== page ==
Very long chain fatty acids are common throughout the body and brain. VLCFAs have at least 22 carbons and are too long to be metabolized in the mitochondria, a specialized sac of a eukaryotic cell. Instead, the peroxisome sacs, also in the eukaryotic cells, must metabolize these acids. People with adrenoleukodystrophy (ALD) have a defect in this process that results in a build-up of VLCFAs that invade the brain and adrenal cortex. This defect damages the myelin sheath, which insulates the brain’s nerve cells. ALD affects 1 in 18,000 people, with painful results.
An abnormality of the ABCD1 gene on the X chromosome, which is responsible for producing the adrenoleukodystrophy protein in the peroxisomes, causes adrenoleukodystrophy. Because it’s an X-linked recessive genetic disorder, women are better protected due to their extra X chromosome, while men endure more severe effects. The symptoms of the condition vary depending on the subtype, but because ALD affects the white matter of the central nervous system and adrenal cortex, neurological abnormalities are common.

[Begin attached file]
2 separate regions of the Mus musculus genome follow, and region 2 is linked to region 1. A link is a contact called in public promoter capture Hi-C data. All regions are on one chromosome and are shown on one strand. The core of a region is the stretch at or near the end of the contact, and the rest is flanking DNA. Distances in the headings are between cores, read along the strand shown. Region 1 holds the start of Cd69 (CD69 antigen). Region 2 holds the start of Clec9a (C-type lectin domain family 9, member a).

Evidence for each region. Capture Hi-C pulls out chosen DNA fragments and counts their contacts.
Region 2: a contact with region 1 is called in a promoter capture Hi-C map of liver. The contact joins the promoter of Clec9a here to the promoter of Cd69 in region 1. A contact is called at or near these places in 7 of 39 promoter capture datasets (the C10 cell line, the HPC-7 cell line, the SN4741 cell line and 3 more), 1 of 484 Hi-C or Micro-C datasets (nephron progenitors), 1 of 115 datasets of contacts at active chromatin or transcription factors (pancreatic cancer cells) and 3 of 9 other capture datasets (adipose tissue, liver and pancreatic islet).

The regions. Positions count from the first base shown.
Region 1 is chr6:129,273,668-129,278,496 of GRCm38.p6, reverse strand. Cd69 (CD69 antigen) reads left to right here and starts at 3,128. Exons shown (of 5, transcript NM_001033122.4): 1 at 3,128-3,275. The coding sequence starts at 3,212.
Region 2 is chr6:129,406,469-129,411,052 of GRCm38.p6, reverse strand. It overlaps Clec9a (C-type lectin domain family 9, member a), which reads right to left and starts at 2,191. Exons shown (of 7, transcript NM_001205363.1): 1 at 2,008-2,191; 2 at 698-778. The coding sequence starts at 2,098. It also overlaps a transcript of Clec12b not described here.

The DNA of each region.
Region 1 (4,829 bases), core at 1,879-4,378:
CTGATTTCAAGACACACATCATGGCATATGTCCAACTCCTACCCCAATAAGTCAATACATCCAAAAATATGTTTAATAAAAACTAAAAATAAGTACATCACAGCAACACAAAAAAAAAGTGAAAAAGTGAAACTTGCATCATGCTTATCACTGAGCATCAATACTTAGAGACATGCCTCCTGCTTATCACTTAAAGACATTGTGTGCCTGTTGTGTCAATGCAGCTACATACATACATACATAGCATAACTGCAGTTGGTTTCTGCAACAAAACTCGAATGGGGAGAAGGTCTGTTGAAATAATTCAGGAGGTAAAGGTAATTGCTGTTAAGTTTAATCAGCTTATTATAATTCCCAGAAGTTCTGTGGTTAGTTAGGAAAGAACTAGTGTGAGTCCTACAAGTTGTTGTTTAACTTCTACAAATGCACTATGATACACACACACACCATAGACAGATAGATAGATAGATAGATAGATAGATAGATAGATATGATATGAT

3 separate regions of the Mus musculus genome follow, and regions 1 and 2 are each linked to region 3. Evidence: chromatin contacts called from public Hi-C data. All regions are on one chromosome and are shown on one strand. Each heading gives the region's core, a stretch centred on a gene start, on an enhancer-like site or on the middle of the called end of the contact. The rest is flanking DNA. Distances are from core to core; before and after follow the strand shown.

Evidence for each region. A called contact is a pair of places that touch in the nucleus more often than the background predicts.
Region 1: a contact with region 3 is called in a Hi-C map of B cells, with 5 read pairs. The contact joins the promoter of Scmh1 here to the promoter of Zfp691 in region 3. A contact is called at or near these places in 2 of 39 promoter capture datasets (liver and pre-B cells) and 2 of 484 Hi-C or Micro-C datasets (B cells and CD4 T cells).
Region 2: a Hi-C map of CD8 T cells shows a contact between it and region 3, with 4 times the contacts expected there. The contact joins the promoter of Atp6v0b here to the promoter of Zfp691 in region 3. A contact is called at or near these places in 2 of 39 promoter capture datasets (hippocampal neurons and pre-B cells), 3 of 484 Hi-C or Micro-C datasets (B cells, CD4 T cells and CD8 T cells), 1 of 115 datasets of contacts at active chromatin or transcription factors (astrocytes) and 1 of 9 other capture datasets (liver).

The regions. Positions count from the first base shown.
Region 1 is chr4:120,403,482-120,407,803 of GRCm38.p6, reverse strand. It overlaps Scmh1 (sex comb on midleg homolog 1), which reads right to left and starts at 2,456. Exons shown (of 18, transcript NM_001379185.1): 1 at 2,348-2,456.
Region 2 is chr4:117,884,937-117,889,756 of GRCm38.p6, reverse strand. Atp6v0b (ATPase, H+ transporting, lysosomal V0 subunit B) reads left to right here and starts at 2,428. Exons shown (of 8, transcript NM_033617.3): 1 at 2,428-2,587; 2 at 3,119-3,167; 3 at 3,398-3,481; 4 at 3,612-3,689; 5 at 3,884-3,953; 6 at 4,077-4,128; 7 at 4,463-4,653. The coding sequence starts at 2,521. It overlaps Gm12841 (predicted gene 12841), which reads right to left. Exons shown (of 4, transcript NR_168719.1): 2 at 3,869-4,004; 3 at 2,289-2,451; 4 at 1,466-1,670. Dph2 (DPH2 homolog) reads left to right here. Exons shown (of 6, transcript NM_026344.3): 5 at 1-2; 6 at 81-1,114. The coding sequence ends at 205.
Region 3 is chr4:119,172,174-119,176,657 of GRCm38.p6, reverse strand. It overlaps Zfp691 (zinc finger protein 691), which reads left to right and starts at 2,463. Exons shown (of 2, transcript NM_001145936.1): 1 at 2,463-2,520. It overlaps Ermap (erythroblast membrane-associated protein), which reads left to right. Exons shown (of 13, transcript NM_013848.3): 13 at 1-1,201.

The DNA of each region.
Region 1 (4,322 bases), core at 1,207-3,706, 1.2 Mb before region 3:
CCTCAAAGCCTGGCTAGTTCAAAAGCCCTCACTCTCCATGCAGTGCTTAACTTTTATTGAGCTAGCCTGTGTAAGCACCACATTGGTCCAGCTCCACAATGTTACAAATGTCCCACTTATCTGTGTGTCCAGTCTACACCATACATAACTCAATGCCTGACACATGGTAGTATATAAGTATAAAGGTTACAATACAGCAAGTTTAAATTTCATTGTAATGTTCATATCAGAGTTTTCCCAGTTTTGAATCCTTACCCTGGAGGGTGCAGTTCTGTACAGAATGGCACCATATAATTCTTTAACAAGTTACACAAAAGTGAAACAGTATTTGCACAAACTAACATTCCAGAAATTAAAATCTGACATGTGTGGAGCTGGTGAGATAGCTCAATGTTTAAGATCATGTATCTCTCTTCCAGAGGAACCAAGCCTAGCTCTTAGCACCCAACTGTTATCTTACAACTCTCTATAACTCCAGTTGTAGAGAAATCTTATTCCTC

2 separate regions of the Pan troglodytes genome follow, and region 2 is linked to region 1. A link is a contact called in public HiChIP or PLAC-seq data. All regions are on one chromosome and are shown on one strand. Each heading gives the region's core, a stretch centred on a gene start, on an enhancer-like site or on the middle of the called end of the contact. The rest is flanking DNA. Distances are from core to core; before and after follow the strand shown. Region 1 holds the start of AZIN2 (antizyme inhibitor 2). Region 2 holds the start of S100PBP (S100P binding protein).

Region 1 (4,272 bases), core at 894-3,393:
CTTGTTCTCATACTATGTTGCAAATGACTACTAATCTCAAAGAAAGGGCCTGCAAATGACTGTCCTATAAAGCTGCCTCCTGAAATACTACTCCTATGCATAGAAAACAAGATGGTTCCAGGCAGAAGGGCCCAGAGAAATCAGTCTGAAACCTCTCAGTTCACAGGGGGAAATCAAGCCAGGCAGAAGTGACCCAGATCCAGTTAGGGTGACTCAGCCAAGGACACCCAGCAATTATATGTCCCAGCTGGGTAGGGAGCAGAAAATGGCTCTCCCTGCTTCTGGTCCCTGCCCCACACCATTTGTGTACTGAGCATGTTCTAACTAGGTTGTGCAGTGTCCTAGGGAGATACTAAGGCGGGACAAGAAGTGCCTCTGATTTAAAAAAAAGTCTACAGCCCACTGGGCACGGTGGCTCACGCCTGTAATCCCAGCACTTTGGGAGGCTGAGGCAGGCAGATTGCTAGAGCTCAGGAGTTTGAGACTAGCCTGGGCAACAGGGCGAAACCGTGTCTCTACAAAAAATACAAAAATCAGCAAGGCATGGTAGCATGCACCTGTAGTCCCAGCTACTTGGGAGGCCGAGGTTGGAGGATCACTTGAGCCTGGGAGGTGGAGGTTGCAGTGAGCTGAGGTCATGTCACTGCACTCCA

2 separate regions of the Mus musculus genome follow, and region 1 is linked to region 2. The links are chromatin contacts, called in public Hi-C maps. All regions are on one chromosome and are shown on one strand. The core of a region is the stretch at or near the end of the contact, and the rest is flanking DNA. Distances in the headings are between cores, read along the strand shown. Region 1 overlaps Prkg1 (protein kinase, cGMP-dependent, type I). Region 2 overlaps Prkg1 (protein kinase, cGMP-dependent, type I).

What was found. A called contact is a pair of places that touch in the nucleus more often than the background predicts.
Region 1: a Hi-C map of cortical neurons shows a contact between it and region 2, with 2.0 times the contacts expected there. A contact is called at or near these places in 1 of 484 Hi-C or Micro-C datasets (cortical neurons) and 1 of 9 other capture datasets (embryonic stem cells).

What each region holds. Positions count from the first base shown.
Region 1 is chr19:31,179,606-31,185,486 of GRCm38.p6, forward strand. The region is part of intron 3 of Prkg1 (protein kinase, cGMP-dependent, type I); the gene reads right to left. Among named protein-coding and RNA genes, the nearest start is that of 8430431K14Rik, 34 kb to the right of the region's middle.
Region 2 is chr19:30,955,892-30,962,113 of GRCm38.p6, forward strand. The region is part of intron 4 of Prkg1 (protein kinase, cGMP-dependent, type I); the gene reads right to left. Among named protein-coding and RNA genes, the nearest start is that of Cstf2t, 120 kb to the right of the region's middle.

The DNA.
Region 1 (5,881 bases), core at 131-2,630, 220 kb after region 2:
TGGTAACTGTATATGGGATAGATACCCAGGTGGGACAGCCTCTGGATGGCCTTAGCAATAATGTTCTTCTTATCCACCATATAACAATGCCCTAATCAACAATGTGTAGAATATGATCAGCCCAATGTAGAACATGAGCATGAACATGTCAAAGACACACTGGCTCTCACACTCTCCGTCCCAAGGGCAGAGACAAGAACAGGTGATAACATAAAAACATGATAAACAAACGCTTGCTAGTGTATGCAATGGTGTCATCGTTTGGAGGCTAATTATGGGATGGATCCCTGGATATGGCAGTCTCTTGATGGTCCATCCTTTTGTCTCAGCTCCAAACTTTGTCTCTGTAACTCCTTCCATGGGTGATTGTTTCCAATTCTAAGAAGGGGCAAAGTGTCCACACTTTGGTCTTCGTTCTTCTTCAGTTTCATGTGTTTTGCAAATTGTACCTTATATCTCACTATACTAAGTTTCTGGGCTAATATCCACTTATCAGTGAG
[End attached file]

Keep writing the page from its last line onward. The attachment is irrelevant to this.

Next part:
As a subtype of X-linked adrenoleukodystrophy, childhood-onset cerebral ALD or X-CALD represents 45 percent of all ALD cases. The disease shows up between the ages of four and ten, where healthy boys display signs of some cognitive dysfunction as well as withdrawal. Symptoms worsen to include deafness and blindness and deteriorate into dementia. In most cases, X-CALD proves fatal within two to five years of the development of symptoms. Antenatal genetic testing, and testing plasma for VLCFA concentrations, helps with detection.
Also known as hypoadrenocorticism, Addison’s disease happens when adrenal glands don't produce enough of the hormones cortisol and aldosterone. Cortisol affects how the body responds to stress, while aldosterone is responsible for electrolyte balance, which is vital in cardiovascular function. While a good number of Addison’s cases go undiagnosed, it’s the only clinical sign of ALD in 10 percent of cases. Often, the condition is easily handled through lifestyle changes as well as a daily steroid pill.